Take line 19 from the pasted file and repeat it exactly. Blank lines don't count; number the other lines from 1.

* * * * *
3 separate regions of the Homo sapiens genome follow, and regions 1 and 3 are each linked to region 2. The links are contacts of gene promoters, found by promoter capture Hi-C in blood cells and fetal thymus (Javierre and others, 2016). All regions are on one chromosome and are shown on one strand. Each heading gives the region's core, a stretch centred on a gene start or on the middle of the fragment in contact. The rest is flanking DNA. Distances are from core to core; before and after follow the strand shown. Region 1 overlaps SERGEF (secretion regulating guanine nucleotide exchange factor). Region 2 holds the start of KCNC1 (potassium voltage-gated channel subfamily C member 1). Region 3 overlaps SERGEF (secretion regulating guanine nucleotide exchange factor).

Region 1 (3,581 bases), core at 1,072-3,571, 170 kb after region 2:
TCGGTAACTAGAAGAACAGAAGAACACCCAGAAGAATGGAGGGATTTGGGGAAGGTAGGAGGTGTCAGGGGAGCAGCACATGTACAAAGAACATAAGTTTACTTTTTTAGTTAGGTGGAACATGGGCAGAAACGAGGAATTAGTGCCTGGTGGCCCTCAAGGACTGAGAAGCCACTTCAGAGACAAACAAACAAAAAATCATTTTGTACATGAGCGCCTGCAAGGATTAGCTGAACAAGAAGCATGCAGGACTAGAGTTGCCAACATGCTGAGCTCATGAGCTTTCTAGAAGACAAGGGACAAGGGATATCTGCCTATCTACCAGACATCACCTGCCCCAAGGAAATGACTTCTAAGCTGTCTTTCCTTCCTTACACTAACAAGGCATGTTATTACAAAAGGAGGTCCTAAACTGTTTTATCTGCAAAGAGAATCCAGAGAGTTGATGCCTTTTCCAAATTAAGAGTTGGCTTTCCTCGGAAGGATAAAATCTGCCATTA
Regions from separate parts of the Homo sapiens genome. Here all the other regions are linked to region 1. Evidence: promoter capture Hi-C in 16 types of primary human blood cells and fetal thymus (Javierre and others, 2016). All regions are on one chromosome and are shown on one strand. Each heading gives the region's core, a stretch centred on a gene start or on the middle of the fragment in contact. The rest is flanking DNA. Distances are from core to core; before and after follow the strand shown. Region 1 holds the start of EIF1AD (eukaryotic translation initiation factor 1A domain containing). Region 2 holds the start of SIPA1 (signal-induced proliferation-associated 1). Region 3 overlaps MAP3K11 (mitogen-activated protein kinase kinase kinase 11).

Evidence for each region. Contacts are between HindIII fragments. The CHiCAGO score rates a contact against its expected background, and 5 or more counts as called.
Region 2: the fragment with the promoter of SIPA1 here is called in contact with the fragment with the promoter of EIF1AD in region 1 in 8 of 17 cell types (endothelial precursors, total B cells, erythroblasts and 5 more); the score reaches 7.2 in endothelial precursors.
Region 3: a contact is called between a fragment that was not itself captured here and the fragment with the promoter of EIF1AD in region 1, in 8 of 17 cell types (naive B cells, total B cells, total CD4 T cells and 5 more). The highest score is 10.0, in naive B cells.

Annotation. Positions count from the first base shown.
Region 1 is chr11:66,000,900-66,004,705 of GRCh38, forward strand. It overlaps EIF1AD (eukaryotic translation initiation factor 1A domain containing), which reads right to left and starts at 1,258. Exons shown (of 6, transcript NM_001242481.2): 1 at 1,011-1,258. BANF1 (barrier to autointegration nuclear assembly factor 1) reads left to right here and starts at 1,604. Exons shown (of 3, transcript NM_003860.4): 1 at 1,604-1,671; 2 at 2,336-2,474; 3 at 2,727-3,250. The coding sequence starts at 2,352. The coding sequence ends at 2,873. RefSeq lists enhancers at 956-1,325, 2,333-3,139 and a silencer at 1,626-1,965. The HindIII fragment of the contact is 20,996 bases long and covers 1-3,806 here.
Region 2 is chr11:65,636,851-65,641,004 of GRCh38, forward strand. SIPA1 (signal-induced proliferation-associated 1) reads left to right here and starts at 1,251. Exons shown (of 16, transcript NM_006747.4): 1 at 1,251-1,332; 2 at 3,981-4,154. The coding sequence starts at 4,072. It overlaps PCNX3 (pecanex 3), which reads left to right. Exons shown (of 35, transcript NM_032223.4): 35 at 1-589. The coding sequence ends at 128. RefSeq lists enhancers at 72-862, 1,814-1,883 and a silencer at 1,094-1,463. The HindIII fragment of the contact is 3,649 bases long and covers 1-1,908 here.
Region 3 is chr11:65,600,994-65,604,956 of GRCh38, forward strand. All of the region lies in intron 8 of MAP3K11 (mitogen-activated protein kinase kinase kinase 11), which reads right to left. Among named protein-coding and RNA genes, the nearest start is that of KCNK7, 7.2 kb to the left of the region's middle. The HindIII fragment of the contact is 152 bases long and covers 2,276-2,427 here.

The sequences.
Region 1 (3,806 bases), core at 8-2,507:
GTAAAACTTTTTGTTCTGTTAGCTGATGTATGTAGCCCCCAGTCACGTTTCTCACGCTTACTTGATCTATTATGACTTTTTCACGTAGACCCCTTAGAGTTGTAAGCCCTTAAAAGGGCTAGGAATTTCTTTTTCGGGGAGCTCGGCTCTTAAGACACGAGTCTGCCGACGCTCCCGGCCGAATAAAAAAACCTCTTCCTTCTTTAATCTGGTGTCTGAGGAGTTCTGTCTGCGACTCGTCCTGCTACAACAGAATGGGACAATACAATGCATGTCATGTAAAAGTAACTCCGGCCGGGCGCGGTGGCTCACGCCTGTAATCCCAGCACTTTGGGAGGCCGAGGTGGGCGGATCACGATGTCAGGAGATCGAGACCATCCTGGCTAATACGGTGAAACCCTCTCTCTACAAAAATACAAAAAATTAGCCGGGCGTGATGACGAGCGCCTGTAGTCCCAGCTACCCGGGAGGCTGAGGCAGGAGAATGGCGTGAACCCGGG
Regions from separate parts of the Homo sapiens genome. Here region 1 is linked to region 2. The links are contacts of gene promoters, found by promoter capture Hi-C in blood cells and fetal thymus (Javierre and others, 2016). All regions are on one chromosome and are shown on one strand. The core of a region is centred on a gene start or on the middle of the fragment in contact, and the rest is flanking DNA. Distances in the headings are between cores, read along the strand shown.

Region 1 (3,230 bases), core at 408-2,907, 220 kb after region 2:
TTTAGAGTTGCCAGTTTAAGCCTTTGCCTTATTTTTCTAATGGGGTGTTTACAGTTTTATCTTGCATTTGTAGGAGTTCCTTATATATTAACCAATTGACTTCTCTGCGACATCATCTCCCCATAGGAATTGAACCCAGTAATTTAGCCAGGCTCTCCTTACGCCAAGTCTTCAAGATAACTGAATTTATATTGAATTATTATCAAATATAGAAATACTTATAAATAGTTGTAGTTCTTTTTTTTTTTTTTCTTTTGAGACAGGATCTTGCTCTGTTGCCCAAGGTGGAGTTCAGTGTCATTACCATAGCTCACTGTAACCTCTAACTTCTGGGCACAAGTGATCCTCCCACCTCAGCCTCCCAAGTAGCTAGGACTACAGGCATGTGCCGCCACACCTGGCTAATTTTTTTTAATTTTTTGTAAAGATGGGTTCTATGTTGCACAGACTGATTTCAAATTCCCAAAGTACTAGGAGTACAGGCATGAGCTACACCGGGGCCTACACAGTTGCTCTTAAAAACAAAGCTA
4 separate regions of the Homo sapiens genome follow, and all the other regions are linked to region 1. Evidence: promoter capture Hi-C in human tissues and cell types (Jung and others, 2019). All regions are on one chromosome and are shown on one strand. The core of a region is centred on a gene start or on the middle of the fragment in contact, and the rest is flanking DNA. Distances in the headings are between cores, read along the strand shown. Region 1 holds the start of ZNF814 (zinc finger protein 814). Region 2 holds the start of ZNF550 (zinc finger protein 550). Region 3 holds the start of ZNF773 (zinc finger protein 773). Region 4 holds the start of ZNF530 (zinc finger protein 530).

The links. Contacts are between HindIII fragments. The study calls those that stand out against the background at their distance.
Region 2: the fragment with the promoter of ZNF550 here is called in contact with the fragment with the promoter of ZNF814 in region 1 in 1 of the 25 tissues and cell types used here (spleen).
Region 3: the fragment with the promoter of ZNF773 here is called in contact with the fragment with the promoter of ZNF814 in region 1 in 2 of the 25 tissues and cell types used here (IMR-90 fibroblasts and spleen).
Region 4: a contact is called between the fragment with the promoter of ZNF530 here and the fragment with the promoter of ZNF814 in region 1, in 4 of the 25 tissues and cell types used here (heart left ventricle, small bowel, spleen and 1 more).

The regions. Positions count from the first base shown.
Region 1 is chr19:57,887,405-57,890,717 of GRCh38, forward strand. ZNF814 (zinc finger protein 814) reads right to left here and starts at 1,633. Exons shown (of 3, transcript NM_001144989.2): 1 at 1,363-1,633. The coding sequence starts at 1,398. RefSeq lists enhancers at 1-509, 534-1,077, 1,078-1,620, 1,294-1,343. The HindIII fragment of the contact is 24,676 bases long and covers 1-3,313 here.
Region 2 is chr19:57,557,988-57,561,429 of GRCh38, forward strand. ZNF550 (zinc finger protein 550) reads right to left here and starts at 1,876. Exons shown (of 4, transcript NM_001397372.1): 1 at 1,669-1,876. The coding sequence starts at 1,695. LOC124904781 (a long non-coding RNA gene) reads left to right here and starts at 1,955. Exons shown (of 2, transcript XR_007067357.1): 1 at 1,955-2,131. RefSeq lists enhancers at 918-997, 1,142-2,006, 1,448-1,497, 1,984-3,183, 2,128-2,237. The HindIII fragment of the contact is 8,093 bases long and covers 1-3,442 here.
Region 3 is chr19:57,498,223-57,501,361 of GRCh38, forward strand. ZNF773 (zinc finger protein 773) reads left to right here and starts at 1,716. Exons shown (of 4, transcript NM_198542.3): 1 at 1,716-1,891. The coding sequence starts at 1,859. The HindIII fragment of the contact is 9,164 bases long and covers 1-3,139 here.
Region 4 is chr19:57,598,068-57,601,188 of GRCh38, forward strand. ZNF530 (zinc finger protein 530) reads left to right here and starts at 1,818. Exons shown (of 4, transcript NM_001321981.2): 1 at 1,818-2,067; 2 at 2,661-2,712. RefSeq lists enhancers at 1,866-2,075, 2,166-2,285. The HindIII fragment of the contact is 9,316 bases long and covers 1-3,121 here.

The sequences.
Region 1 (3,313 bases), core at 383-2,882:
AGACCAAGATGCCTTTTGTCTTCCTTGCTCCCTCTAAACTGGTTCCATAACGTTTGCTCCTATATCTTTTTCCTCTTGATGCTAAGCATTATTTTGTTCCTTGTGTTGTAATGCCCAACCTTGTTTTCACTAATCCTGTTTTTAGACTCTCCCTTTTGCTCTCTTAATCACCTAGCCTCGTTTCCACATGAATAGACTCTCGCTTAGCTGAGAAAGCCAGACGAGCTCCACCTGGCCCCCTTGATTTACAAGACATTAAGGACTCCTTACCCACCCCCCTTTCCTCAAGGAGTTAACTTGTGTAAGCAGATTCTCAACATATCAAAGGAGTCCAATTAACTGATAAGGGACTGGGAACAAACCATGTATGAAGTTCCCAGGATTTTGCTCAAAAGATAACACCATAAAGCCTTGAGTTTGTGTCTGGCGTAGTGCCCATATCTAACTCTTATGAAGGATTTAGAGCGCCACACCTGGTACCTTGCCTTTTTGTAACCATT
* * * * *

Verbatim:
The links. Contacts are between HindIII fragments. The study calls those that stand out against the background at their distance.